[:child, :out] can be used to merge stderr into stdout in IO.popen. In this case, IO.popen redirects stdout to a pipe in the child process and [:child, :out] refers the redirected stdout.

io = IO.popen(["sh", "-c", "echo out; echo err >&2", :err=>[:child, :out]])
p io.read #=> "out\nerr\n"

The :chdir key in options specifies the current directory.

pid = spawn(command, :chdir=>"/var/tmp")

spawn closes all non-standard unspecified descriptors by default. The “standard” descriptors are 0, 1 and 2. This behavior is specified by :close_others option. :close_others doesn’t affect the standard descriptors which are closed only if :close is specified explicitly.

pid = spawn(command, :close_others=>true)  # close 3,4,5,... (default)
pid = spawn(command, :close_others=>false) # don't close 3,4,5,...

:close_others is false by default for spawn and IO.popen.

Note that fds which close-on-exec flag is already set are closed regardless of :close_others option.

So IO.pipe and spawn can be used as IO.popen.

# similar to r = IO.popen(command)
r, w = IO.pipe
pid = spawn(command, :out=>w)   # r, w is closed in the child process.
w.close

:close is specified as a hash value to close a fd individually.

f = open(foo)
system(command, f=>:close)        # don't inherit f.

If a file descriptor need to be inherited, io=>io can be used.

# valgrind has --log-fd option for log destination.
# log_w=>log_w indicates log_w.fileno inherits to child process.
log_r, log_w = IO.pipe
pid = spawn("valgrind", "--log-fd=#{log_w.fileno}", "echo", "a", log_w=>log_w)
log_w.close
p log_r.read

It is also possible to exchange file descriptors.

pid = spawn(command, :out=>:err, :err=>:out)

The hash keys specify file descriptors in the child process. The hash values specifies file descriptors in the parent process. So the above specifies exchanging stdout and stderr. Internally, spawn uses an extra file descriptor to resolve such cyclic file descriptor mapping.

See Kernel.exec for the standard shell.

Returns the string resulting from formatting objects into format_string.

For details on format_string, see Format Specifications.

Kernel#format is an alias for Kernel#sprintf.

Seeds the system pseudo-random number generator, with number. The previous seed value is returned.

If number is omitted, seeds the generator using a source of entropy provided by the operating system, if available (/dev/urandom on Unix systems or the RSA cryptographic provider on Windows), which is then combined with the time, the process id, and a sequence number.

srand may be used to ensure repeatable sequences of pseudo-random numbers between different runs of the program. By setting the seed to a known value, programs can be made deterministic during testing.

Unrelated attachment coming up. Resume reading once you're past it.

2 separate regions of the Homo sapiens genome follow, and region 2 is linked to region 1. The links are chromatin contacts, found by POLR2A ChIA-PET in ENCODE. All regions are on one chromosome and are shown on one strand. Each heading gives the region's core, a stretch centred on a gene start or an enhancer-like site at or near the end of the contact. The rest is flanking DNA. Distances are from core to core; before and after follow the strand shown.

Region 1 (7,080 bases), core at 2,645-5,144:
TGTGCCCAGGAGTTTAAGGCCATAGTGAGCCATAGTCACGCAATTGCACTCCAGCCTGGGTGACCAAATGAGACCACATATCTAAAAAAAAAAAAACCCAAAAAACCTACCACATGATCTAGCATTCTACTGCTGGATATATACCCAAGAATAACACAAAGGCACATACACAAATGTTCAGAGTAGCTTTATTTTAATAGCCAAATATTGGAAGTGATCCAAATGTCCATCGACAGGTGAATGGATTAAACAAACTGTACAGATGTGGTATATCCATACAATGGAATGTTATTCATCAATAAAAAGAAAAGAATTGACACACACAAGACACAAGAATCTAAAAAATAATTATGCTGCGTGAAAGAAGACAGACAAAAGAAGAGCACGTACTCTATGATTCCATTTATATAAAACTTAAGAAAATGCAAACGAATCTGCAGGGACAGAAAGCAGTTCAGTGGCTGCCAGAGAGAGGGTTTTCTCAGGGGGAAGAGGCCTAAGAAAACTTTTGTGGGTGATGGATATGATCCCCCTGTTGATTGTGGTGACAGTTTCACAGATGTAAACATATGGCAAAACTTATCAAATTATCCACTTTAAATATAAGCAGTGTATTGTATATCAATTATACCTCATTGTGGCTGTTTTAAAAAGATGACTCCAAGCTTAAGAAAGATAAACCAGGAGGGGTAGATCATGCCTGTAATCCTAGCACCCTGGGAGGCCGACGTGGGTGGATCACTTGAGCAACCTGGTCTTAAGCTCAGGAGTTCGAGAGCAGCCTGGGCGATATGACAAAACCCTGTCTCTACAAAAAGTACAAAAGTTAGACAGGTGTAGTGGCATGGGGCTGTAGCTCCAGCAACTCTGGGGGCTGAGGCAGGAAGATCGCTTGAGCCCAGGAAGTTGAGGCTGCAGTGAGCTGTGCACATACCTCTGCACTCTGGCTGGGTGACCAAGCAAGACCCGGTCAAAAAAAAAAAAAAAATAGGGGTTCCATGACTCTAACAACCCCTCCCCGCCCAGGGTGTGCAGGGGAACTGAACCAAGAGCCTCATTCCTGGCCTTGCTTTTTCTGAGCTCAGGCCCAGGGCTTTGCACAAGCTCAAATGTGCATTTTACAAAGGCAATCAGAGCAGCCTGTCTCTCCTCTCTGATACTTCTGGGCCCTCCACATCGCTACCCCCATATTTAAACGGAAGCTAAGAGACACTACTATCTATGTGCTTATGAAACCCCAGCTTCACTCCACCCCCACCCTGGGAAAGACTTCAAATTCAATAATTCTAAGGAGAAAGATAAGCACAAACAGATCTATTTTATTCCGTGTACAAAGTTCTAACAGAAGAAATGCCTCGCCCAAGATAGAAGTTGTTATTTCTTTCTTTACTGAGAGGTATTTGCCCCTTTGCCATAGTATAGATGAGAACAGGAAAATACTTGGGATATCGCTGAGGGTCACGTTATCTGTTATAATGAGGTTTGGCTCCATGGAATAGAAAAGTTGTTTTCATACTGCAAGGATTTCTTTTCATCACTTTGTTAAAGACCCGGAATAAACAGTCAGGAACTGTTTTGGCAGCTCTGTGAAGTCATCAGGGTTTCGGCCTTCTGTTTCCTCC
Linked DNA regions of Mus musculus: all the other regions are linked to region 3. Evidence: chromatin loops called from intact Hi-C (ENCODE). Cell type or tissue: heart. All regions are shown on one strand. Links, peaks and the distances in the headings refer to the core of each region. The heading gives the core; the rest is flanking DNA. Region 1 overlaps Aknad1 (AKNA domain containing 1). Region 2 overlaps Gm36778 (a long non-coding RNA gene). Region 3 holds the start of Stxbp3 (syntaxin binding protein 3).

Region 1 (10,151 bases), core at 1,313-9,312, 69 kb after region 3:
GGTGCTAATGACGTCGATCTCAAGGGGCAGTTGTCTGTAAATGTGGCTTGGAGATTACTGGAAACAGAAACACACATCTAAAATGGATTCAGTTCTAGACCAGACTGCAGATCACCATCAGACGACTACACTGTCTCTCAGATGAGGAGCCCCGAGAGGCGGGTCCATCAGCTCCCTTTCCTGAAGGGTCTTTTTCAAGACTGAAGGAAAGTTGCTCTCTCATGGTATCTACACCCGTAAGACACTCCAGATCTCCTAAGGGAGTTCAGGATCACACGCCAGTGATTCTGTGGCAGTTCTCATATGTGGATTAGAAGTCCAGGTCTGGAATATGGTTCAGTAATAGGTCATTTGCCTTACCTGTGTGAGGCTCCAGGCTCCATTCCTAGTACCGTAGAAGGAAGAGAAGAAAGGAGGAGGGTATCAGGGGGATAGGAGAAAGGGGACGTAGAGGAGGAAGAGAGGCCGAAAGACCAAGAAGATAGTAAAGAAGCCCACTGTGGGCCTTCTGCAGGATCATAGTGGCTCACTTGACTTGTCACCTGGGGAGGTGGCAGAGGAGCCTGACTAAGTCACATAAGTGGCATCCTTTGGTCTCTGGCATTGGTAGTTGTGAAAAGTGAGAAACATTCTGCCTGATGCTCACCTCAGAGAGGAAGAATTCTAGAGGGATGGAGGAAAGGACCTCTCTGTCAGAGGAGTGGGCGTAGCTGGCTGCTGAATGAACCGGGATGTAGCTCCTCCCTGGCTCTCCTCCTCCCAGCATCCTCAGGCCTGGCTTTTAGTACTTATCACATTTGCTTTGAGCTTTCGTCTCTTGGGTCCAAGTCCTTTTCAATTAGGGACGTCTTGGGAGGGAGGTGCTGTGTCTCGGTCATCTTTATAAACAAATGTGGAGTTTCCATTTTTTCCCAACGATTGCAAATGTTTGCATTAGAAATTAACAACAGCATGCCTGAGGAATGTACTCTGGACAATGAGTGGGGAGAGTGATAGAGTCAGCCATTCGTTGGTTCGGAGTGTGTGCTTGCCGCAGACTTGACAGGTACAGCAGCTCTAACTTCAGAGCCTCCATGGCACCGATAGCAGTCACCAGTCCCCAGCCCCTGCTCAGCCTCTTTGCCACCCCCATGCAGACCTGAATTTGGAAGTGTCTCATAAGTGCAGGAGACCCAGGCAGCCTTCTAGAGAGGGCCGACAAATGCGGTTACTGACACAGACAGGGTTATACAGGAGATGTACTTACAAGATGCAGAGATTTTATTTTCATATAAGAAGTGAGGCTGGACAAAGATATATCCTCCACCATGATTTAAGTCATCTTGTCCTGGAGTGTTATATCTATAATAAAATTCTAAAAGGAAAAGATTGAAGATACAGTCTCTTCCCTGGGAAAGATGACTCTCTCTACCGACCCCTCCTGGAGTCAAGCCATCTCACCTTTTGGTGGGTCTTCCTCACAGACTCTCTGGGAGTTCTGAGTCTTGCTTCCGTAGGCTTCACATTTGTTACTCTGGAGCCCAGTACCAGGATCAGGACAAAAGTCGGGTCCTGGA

srand 1234               # => 268519324636777531569100071560086917274
[ rand, rand ]           # => [0.1915194503788923, 0.6221087710398319]
[ rand(10), rand(1000) ] # => [4, 664]
srand 1234               # => 1234
[ rand, rand ]           # => [0.1915194503788923, 0.6221087710398319]

Equivalent to $_.sub(args), except that $_ will be updated if substitution occurs. Available only when -p/-n command line option specified.

An alias for load
An alias for require

Invokes Posix system call syscall(2), which calls a specified function.

Calls the operating system function identified by integer_callno; returns the result of the function or raises SystemCallError if it failed. The effect of the call is platform-dependent. The arguments and returned value are platform-dependent.

For each of arguments: if it is an integer, it is passed directly; if it is a string, it is interpreted as a binary sequence of bytes. There may be as many as nine such arguments.

Arguments integer_callno and argument, as well as the returned value, are platform-dependent.

Note: Method syscall is essentially unsafe and unportable. The DL (Fiddle) library is preferred for safer and a bit more portable programming.

Not implemented on all platforms.

Executes command… in a subshell. command… is one of following forms.

This method has potential security vulnerabilities if called with untrusted input; see Command Injection.

commandline

command line string which is passed to the standard shell

cmdname, arg1, ...

command name and one or more arguments (no shell)

[cmdname, argv0], arg1, ...

command name, argv[0] and zero or more arguments (no shell)

system returns true if the command gives zero exit status, false for non zero exit status. Returns nil if command execution fails. An error status is available in $?.

If the exception: true argument is passed, the method raises an exception instead of returning false or nil.

The arguments are processed in the same way as for Kernel#spawn.

The hash arguments, env and options, are same as exec and spawn. See Kernel#spawn for details.

system("echo *")
system("echo", "*")

produces:

config.h main.rb
*

Error handling:

system("cat nonexistent.txt")
# => false
system("catt nonexistent.txt")
# => nil

system("cat nonexistent.txt", exception: true)
# RuntimeError (Command failed with exit 1: cat)
system("catt nonexistent.txt", exception: true)
# Errno::ENOENT (No such file or directory - catt)

See Kernel#exec for the standard shell.

Yields self to the block, and then returns self. The primary purpose of this method is to “tap into” a method chain, in order to perform operations on intermediate results within the chain.

(1..10)                  .tap {|x| puts "original: #{x}" }
  .to_a                  .tap {|x| puts "array:    #{x}" }
  .select {|x| x.even? } .tap {|x| puts "evens:    #{x}" }
  .map {|x| x*x }        .tap {|x| puts "squares:  #{x}" }

Uses the character cmd to perform various tests on file1 (first table below) or on file1 and file2 (second table).

File tests on a single file:

Cmd    Returns   Meaning
"A"  | Time    | Last access time for file1